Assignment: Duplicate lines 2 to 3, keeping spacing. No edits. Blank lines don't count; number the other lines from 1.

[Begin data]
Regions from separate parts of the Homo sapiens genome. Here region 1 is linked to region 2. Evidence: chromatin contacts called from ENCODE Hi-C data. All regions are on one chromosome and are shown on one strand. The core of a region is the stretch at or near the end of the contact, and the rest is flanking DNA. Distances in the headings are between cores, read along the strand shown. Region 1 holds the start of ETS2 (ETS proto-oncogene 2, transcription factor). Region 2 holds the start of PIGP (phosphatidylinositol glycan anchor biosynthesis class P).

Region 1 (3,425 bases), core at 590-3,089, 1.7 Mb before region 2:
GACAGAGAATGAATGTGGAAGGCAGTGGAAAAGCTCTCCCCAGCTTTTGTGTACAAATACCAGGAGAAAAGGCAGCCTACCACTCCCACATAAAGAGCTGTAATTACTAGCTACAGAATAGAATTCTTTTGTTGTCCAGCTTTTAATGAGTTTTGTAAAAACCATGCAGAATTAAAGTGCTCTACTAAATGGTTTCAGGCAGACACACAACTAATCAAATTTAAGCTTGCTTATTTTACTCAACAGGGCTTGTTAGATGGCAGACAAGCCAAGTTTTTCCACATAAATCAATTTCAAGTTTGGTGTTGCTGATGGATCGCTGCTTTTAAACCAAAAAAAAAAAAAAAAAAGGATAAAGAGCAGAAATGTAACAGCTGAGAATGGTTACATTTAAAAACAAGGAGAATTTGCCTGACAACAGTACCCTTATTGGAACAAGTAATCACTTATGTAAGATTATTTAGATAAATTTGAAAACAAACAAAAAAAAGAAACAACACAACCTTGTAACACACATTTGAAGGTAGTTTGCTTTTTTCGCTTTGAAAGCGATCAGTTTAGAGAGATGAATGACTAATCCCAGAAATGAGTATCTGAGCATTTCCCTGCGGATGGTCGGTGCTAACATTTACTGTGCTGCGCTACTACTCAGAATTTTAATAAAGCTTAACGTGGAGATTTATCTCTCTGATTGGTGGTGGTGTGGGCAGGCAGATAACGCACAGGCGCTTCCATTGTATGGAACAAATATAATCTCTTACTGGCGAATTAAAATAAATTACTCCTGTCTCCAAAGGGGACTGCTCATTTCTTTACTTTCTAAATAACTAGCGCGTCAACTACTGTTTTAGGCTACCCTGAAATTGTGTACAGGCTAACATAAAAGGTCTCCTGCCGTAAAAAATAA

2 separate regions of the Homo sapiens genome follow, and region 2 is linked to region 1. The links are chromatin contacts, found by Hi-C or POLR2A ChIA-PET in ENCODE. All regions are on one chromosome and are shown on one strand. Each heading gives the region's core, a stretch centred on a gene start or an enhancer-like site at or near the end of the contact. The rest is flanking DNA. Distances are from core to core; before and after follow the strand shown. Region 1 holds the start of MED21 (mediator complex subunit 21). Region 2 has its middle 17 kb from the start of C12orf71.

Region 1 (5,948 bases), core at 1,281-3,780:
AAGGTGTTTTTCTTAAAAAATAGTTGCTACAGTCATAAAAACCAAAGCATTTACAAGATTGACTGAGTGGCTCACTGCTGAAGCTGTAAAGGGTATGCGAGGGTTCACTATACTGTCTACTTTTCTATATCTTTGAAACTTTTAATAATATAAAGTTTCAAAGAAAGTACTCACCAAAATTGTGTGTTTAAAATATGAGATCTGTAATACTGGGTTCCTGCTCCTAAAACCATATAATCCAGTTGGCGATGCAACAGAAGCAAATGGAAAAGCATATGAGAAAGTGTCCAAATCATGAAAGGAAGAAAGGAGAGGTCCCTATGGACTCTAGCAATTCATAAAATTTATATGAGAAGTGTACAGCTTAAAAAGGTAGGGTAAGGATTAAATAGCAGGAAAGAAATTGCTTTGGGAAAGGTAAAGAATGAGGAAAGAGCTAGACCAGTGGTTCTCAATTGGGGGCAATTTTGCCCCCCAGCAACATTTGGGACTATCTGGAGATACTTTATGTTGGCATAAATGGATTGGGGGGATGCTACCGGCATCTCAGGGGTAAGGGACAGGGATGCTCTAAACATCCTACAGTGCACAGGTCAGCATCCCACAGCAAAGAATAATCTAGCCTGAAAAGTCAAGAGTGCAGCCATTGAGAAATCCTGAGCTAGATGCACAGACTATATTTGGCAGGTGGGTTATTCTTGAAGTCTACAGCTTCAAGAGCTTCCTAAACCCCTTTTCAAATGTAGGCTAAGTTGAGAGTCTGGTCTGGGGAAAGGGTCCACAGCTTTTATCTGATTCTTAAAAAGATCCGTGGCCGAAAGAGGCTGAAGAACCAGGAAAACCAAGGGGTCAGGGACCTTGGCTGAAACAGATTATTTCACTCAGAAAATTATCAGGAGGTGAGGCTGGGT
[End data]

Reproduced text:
Region 1 (3,425 bases), core at 590-3,089, 1.7 Mb before region 2:
GACAGAGAATGAATGTGGAAGGCAGTGGAAAAGCTCTCCCCAGCTTTTGTGTACAAATACCAGGAGAAAAGGCAGCCTACCACTCCCACATAAAGAGCTGTAATTACTAGCTACAGAATAGAATTCTTTTGTTGTCCAGCTTTTAATGAGTTTTGTAAAAACCATGCAGAATTAAAGTGCTCTACTAAATGGTTTCAGGCAGACACACAACTAATCAAATTTAAGCTTGCTTATTTTACTCAACAGGGCTTGTTAGATGGCAGACAAGCCAAGTTTTTCCACATAAATCAATTTCAAGTTTGGTGTTGCTGATGGATCGCTGCTTTTAAACCAAAAAAAAAAAAAAAAAAGGATAAAGAGCAGAAATGTAACAGCTGAGAATGGTTACATTTAAAAACAAGGAGAATTTGCCTGACAACAGTACCCTTATTGGAACAAGTAATCACTTATGTAAGATTATTTAGATAAATTTGAAAACAAACAAAAAAAAGAAACAACACAACCTTGTAACACACATTTGAAGGTAGTTTGCTTTTTTCGCTTTGAAAGCGATCAGTTTAGAGAGATGAATGACTAATCCCAGAAATGAGTATCTGAGCATTTCCCTGCGGATGGTCGGTGCTAACATTTACTGTGCTGCGCTACTACTCAGAATTTTAATAAAGCTTAACGTGGAGATTTATCTCTCTGATTGGTGGTGGTGTGGGCAGGCAGATAACGCACAGGCGCTTCCATTGTATGGAACAAATATAATCTCTTACTGGCGAATTAAAATAAATTACTCCTGTCTCCAAAGGGGACTGCTCATTTCTTTACTTTCTAAATAACTAGCGCGTCAACTACTGTTTTAGGCTACCCTGAAATTGTGTACAGGCTAACATAAAAGGTCTCCTGCCGTAAAAAATAA